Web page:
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'Double whammy': Area churches adapt again, finding fellowship and faith virtually after wildfires

Congregations have been evacuated, many parishioners have lost homes and houses of worship are empty, but leaders are keeping the faith and adapting.

MILL CITY, Ore. — We’ve heard so many stories of resilience in recent months, including churches already adapting to the pandemic. Now some are pivoting because of the wildfires.

Through it all they're finding faith and fellowship in a time they need each other the most.

“We fell like, as a church, we were kind of hit this spring with a double whammy,” Mill City Presbyterian Church Pastor Carol Swanson said.

Mill City Presbyterian is a small congregation that is celebrating 125 years. Just days ago their walls of worship were threatened by wildfire.

“We thought, golly, we make it through 125 years and then the thing burns down, but we were very lucky,” she said. 

Credit: Mill City Presbyterian Church

The church was spared but her congregation was evacuated, including Swanson. They’re now scattered across several towns and cities.

“We were hit by the fire. So, then all of the congregation that had lived pretty locally then had to scatter and we were all over the place,” Swanson said. “And then we had to find a church in order to do a service for last Sunday.”

The church had already moved their services online because of the pandemic. This week they adjusted again.

Albany United Methodist Church opened its doors to Pastor Swanson so she could still record her Sunday sermon.

Estacada First Baptist Church had already moved services outdoors because of the pandemic. Sunday, the aftermath of the fires had them worshiping over Zoom.

“It was really important for our people just to be able to be together,” Pastor Bren Dodrill said. “And even though we weren't physically present, being able to see that we're all together and we're all safe and certainly we give God the credit for that.”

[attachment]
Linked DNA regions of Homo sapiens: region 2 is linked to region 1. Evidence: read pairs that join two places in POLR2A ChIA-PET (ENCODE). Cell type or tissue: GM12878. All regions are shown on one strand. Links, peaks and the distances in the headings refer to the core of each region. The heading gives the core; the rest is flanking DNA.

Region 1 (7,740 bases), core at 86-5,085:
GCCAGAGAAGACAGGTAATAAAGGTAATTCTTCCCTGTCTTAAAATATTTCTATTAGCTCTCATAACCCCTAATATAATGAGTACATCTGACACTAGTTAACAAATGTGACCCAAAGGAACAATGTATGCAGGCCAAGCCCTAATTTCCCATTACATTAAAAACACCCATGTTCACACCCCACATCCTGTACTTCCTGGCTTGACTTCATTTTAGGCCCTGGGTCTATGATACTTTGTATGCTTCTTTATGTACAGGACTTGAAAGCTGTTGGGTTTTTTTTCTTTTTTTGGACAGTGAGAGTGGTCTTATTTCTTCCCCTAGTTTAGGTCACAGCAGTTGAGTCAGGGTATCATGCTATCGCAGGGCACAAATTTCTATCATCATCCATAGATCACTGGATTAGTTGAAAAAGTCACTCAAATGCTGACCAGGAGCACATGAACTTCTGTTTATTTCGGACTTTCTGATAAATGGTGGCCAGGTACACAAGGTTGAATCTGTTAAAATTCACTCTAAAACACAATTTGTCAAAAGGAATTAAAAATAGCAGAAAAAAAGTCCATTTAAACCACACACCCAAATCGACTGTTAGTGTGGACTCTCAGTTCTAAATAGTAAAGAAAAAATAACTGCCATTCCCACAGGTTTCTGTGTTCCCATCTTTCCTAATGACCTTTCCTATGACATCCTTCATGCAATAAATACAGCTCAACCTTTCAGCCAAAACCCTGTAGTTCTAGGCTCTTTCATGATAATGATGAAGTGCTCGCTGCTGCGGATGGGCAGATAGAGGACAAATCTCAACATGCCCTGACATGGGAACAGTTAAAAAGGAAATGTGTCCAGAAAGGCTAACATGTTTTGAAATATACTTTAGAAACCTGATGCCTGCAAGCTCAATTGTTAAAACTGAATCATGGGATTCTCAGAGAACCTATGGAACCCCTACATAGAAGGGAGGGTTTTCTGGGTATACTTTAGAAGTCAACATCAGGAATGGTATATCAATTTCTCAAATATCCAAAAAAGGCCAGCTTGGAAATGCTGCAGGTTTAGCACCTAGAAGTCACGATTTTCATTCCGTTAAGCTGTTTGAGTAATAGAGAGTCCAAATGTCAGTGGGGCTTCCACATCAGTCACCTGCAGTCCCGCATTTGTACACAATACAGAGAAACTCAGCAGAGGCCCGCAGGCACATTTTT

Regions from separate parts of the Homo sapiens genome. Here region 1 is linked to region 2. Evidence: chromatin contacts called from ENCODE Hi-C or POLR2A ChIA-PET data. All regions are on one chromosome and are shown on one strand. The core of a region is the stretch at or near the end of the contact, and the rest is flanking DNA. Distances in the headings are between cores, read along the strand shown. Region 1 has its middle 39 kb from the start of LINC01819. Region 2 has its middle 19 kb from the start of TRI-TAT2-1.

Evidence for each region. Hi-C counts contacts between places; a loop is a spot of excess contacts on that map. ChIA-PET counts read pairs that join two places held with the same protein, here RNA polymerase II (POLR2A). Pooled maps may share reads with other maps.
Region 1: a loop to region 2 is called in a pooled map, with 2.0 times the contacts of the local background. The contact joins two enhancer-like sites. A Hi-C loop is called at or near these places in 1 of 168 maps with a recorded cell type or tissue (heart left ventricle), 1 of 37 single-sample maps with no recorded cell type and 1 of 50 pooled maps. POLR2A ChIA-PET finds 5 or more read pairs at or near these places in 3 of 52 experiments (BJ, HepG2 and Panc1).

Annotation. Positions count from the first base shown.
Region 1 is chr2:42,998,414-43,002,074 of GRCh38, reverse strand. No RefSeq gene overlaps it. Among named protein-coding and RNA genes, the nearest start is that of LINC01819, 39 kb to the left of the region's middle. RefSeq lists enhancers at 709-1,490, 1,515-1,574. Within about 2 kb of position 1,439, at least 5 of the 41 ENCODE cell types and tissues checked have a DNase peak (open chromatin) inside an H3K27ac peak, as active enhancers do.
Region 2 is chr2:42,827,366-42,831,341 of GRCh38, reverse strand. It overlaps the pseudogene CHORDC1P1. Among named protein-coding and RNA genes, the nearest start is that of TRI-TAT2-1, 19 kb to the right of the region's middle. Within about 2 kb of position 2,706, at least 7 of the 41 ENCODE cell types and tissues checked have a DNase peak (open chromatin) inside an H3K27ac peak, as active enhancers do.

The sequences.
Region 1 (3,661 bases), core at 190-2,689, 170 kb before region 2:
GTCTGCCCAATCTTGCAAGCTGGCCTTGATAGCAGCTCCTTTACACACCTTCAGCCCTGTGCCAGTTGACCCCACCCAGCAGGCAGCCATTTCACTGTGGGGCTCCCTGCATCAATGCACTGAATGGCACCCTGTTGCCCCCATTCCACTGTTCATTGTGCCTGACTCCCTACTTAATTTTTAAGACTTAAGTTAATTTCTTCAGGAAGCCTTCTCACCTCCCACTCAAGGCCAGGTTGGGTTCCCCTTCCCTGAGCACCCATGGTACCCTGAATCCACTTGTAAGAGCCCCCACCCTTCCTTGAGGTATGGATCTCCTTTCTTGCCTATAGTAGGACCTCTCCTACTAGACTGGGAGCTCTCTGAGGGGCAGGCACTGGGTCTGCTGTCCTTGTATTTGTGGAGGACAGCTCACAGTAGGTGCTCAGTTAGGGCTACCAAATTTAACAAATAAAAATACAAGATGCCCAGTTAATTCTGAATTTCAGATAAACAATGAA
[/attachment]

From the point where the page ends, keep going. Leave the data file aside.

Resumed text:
Their wildfire efforts extend beyond Sunday service. Estacada First Baptist Church is offering low-cost fans and filters to clean air in homes after all the smoke.

One of their pastors went to Idaho to escape the fires, where filters and fan were still in stock. While there he picked up about 50 box fan and 100 filters to bring back to help his community.

Credit: Estacada First Baptist Church
Estacada First Baptist Church distributes fans and filters to community

“It's certainly been a trying time, but it's always amazing how Estacada comes together in times like this,” Dodrill said.

The fans and filters cost the church $26. So they’re asking for a donation of that amount or whatever families are able to give for the fan and filter combo.

Follow this link to contact Estacada first Baptist Church for your own fan and filter.

Meanwhile, Pastor Swanson will be back in her Mill City Sanctuary next Sunday for virtual service. She looks forward to the day her congregation can once again worship in person, but for now she's keeping the faith.

“This is our way of doing it with a modern twist. Will I be happy to be back in the sanctuary with everyone there? Absolutely,” Swanson said. “It’ll be nice to be back with our fellowship hour and be able to hug again. We know that’s down the road, but we also know that this is one way that we can express our love for each other our love for God.”

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